Sacramento Art History Consortium’s Featured Artist: John Titus Krempel

by Bree Garcia

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JTC: John Titus Krempel is a native of Ohio who has lived in New York City, San Francisco & now Sacramento since 2000.  As an artist, he specializes in mixed media, impressionism and abstract expressionism painting, the human figure, and digital photography.  Mr. Krempel draws inspiration from his life experiences in and around the places he has lived & visited.

In his early adult life John lived in Akron & Cincinnati Ohio where he went to college and received a Bachelor of Arts & Masters in Counseling and Education.  In his professional life, he has worked with people on wide variety of psychological needs providing Mr. Krempel with an intellectual insight into the three-dimensional world that he expresses in his art.  John’s art brings forth his view of the surrounding world from a visual, tactile, and psychological perspective.

John was greatly influenced by the abstract expressionist movement of San Francisco from the mid-twentieth century.  His work reflects a worldly view of great natural and man-made beauty.  In his paintings one can often see references to the mountains, valleys, rivers, Oceans, coupled with the built environment, buildings and architecture.  John has participated in over 80 art shows & events in the past ten years, and his art is in both private and public collections throughout the United States and around the world.

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SAHC: Can you give us a brief description of your creative process? What is your preferred medium and style?

JTC: My creative process is pretty simple. First I have an idea, or, for a commission the idea is already there. Next I pick out my palette/colors & materials. The next step is to not ‘over-think’ it. I just allow the paint to flow.  I continue to work until my eye tells me it’s finished. There may be minutes between steps, or days, even weeks… maybe longer!

My two main styles are abstract expressionism and impressionistic.  Starting out, my preferred main medium is oil on canvas or wood.  Usually, but not always, ending up as mixed media. Materials such as paper, wood, cloth, metal, sand, earth, glass, rope or any other possible medium tend to make it’s way into my work.  I love texture, the more the better!

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SAHC: As a Sacramento artist what responsibilities do you believe that you have to the local and the global community?

JTC: To help educate artists, young, old, budding artists, alike on gaining confidence to show and sell their art… to allow those artists to experiment with ‘unorthodox’ techniques to come up with a personal unique style, without judging as right or wrong.

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SAHC: What advice do you have for emerging artists, or those pursuing a career in the arts?

JTC: Learn how to sell your own art.  Relying on others to do it for you makes it tougher for you to make a living at it.  Once you have accomplished this, you can then, allow others to help you market yourself as an artist. There are too many folks out there that take advantage of young artists, so learn how to sell your art and yourself as an artist!  It is easier than you thought, especially with such business & money tools such as Square.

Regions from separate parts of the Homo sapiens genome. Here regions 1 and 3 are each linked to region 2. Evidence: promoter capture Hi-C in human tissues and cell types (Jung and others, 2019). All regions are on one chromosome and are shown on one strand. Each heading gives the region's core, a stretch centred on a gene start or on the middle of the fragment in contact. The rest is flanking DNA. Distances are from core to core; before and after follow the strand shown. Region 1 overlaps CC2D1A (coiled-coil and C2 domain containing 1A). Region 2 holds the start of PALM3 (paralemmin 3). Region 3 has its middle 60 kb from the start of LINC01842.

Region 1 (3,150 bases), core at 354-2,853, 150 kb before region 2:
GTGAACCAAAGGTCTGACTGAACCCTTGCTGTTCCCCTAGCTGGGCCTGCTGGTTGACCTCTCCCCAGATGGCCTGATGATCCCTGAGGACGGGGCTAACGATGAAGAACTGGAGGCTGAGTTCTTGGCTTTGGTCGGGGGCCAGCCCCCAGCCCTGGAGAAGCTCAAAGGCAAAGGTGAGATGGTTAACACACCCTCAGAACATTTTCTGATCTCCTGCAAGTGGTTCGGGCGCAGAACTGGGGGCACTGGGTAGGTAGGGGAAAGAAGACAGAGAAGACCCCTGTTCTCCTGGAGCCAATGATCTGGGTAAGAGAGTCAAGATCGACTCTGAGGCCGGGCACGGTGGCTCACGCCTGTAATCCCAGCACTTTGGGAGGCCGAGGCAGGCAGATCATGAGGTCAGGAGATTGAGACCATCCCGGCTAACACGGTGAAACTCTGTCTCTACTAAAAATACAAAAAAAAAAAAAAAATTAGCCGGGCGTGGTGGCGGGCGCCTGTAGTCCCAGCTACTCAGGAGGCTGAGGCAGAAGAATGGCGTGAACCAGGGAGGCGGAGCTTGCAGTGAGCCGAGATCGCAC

Another very important thing I’ve learned is not allowing teachers, professors or anyone telling you that a certain technique is not ‘right’ or can’t be done.  Experiment & practice with your own artistic techniques and your individuality will emerge.

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 SAHC: Who are some of your favorite Sacramento Artists, and why?

JTC:  Robyn Slakey.  I love her whimsical ceramic totems.  She’s is very funny & inspiring!

James Lane.  His beautiful impressionist scenes of exotic places evoke the imagination of places I wish to visit!

Maggie Jimenez.  Her fantastical and sometimes frightening ceramic figures and paintings look like they stepped out of an ancient fairytale. So creative!

Mariellen Layne. Love, Love, Love her intricate, colorful & beautiful mosaics! And she’s a beautiful soul!

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SAHC: Where are some of your favorite Art/ Art History resources found?

JTC:  In museums and historical sites around the world that I’ve visited, The Louvre, Van Gogh Museum,

Westminster Abbey, Neuschwanstein Castle, Moma NYC, SFMoma, The Cloisters New York, Contemporary Arts Center Cincinnati, and of course, The Crocker + many others!

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SAHC: Is there anything else about the arts here in Sacramento that you would like share with our reader?

JTC: The Sacramento art scene has allowed me to have a career in art with very little help from the art ‘business’ community. I encourage young artists to rely on selling their own art first, using the ‘art business community’ secondarily. This will allow you to be able to make a living in art. Consistently having to split 50% of the cost of a painting (you cover materials yourself, which gives you only about 30%) with a business, can keep you from having a full time career in art without having a second job. Using the art business world metodically, without being used, is smart.

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SAHC: Where can your work be viewed, or found online?

JTC: John’s Art Studio @ Northend Lofts, FE Gallery in Sacramento,

 If you are interested in being one of SAHC’s featured artists, email us at: